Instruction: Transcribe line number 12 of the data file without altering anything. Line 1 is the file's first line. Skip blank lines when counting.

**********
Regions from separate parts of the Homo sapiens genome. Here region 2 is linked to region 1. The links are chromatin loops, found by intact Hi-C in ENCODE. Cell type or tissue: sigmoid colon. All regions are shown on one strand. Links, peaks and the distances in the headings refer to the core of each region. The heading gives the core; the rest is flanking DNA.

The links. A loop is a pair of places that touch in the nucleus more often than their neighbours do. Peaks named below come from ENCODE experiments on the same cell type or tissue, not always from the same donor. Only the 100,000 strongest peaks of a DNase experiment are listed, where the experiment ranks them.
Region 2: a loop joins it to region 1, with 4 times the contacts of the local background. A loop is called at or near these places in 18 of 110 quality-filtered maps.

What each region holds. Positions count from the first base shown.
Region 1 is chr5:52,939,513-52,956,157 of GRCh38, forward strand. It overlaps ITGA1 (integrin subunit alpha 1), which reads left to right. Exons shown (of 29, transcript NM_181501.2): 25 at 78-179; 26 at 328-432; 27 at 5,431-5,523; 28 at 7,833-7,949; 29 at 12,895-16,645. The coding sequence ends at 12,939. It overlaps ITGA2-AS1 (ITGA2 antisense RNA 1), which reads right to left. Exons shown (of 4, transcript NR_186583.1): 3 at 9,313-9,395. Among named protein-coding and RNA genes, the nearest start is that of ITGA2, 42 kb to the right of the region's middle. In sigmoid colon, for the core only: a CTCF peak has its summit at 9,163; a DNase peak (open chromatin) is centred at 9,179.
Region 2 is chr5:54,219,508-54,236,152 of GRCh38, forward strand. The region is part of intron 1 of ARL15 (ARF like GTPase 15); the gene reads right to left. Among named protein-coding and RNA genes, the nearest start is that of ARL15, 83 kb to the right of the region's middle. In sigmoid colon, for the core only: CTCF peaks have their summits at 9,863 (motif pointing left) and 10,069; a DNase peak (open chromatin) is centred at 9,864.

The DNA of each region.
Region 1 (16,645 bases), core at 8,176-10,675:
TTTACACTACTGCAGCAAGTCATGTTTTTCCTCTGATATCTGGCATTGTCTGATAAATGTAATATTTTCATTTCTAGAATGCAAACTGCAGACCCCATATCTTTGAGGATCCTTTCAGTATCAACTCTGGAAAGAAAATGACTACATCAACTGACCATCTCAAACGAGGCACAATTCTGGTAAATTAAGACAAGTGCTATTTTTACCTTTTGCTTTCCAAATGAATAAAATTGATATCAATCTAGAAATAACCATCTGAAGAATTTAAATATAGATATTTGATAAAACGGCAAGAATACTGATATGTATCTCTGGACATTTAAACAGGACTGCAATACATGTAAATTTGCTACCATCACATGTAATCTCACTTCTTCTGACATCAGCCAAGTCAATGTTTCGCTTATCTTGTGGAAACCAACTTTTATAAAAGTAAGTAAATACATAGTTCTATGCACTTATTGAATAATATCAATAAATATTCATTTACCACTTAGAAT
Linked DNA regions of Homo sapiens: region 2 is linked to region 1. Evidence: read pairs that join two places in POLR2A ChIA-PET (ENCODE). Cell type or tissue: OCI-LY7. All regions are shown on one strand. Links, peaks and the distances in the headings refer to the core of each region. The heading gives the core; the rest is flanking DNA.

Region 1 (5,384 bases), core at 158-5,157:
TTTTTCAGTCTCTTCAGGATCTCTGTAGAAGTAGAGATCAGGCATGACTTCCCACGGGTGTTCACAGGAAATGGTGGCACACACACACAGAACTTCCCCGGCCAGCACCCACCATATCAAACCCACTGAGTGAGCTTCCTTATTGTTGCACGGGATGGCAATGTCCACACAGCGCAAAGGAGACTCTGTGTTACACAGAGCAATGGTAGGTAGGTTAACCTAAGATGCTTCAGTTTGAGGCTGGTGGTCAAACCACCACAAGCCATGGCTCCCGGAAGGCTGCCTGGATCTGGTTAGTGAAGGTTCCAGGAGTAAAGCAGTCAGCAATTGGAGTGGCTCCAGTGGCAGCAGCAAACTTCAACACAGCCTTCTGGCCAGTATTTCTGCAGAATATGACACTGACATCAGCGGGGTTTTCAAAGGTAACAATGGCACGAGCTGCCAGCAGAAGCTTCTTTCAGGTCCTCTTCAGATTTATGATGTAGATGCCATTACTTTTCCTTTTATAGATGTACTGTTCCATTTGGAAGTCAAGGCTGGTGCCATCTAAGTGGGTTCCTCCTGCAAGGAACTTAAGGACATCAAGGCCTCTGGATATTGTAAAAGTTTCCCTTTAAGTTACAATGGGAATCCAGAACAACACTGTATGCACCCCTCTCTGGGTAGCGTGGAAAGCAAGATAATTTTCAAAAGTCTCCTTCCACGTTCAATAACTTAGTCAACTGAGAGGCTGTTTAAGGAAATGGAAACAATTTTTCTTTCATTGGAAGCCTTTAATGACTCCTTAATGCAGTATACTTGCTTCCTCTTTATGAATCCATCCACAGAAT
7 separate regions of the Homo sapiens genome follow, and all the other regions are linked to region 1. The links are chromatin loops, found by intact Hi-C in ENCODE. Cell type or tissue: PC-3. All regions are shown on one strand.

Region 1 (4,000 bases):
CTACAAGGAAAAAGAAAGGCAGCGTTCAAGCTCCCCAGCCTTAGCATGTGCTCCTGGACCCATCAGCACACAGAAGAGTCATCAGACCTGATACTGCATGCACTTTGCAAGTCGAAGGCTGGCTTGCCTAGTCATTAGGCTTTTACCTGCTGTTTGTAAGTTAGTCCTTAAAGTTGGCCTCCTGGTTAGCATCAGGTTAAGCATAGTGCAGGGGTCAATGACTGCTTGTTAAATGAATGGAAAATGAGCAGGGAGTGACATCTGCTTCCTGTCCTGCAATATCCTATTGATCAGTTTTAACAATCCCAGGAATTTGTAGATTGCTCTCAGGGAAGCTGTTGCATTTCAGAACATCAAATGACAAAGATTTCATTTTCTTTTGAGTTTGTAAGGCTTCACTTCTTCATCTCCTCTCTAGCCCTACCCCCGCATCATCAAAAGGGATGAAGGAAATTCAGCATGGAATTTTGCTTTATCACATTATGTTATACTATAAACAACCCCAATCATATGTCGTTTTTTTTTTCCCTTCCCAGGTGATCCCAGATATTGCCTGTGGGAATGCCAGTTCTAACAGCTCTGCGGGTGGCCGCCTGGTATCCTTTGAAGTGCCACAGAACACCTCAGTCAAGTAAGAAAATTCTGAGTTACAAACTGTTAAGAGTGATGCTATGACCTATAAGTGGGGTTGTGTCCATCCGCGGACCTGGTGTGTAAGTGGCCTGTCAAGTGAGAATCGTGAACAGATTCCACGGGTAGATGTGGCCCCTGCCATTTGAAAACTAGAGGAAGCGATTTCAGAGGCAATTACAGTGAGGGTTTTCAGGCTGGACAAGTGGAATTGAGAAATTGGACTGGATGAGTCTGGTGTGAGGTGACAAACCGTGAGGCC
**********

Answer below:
TTTTTCAGTCTCTTCAGGATCTCTGTAGAAGTAGAGATCAGGCATGACTTCCCACGGGTGTTCACAGGAAATGGTGGCACACACACACAGAACTTCCCCGGCCAGCACCCACCATATCAAACCCACTGAGTGAGCTTCCTTATTGTTGCACGGGATGGCAATGTCCACACAGCGCAAAGGAGACTCTGTGTTACACAGAGCAATGGTAGGTAGGTTAACCTAAGATGCTTCAGTTTGAGGCTGGTGGTCAAACCACCACAAGCCATGGCTCCCGGAAGGCTGCCTGGATCTGGTTAGTGAAGGTTCCAGGAGTAAAGCAGTCAGCAATTGGAGTGGCTCCAGTGGCAGCAGCAAACTTCAACACAGCCTTCTGGCCAGTATTTCTGCAGAATATGACACTGACATCAGCGGGGTTTTCAAAGGTAACAATGGCACGAGCTGCCAGCAGAAGCTTCTTTCAGGTCCTCTTCAGATTTATGATGTAGATGCCATTACTTTTCCTTTTATAGATGTACTGTTCCATTTGGAAGTCAAGGCTGGTGCCATCTAAGTGGGTTCCTCCTGCAAGGAACTTAAGGACATCAAGGCCTCTGGATATTGTAAAAGTTTCCCTTTAAGTTACAATGGGAATCCAGAACAACACTGTATGCACCCCTCTCTGGGTAGCGTGGAAAGCAAGATAATTTTCAAAAGTCTCCTTCCACGTTCAATAACTTAGTCAACTGAGAGGCTGTTTAAGGAAATGGAAACAATTTTTCTTTCATTGGAAGCCTTTAATGACTCCTTAATGCAGTATACTTGCTTCCTCTTTATGAATCCATCCACAGAAT